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Archive with last of tag-string W04


3V0030.01 Why we abandoned Meltzoff Experiment; Infant communication 2/21/78; 0;30

Gretchen and I agreed to do Meltzoff’s experiment as requested by Sheldon but later changed our minds. Upon a close reading, I decided the only valid replication of the experiment would require both videotape and the mirror in my office. The only practical way to effect the experiment would be to go to the Logo Lab and do it there. My scenario included a social call to introduce Peggy, perhaps with Sheldon helping in the experiment on the 13th.

This vision of the work was rapidly undercut (perhaps overlaid would be a better word) by the Blizzard of 1978. The 27 inches of snow, clogged courtyard, impassable streets, and driving ban kept us marooned in Brookline through the 14th. Indeed, on the 11th, our situation still looked difficult enough that Robby and I hiked the mile and ahalf to the Star market and back to get staples in preparation for a second storm predicted on Monday the 13th.

The other factor causing abandonment of the experiment was the inhibition its potential was introducing to our interactions with Peggy. Specifically, the problem was this. Gretchen knew the gestures used in the experiment, and having read the article also, knew the claim that the parents were unaware of them. That fact was the basis of excluding one explanation — that the gestures were not rehearsed by parents and baby outside the lab in any biased way. For Gretchen to avoid that sort of rehearsal, even unconsciously performed, would have meant her stifling her communication with Peggy. We both decided this was intolerable for the protracted period our snow bound isolation imposed. The major difficulty is that the parents’ dominant inclination is to establish a communication link with this child. This is attempted naturally by the parent through his imitation of the child’s facial gestures. Since the baby’s repertoire is quite limited, the gestures the parent isolates are those used by the Meltzoff experiment, i.e. any care provider for the baby, attempting to establish communication with the baby would be lead to imitating the baby’s gestures, I believe there is no way to prohibit this cycle of reinforcement though one may, as experimenter, chose to remain ignorant of it by refusing to inform the baby’s parents what is going on. Just because you don’t tell the parents what your experiment is, does not imply you can claim they have not biased it beforehand. This is especially the case where the process involved, adult-baby communication, is central to the social binding which must be established for baby’s to be deemed worth the trouble of caring for and enduring.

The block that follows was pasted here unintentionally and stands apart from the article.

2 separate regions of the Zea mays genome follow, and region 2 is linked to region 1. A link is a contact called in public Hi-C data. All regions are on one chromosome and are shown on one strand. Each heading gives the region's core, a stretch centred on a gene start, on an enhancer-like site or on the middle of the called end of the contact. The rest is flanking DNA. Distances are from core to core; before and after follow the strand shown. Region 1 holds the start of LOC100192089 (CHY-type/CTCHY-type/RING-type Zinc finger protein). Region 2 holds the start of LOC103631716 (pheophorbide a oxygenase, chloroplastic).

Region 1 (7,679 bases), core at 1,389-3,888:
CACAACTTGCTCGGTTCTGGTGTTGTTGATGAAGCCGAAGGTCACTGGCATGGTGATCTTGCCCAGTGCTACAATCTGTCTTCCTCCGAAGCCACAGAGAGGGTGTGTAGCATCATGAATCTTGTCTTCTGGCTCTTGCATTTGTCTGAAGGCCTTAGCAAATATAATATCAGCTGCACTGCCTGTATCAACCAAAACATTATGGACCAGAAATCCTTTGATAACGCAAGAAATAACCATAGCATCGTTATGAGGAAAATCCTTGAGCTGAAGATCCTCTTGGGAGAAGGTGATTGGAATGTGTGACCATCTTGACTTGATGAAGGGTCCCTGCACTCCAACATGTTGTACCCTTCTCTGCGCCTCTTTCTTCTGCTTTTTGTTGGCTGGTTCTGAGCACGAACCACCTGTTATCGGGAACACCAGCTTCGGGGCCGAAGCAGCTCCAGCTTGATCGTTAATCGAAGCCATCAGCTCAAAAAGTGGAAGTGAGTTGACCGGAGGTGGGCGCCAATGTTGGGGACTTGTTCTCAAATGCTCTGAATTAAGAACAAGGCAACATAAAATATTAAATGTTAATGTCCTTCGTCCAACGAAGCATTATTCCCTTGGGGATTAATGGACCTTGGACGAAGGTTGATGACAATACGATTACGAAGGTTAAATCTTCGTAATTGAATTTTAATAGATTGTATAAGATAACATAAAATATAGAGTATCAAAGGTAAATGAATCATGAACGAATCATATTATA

Not only Gretchen, but the children and even I, were imitating the baby’s gestures at every turn of our attention to her. By the middle of Peggy’s third week, i.e. the 15th, Gretchen was claiming that Peggy was really smiling at her. By the 20th, I was willing to concur. That is, Peggy was sufficiently socialized to be either responding to some non-obvious cues or to be attempting to manipulate the person holding her when recognized (she smiled at me also, but more often at Gretchen).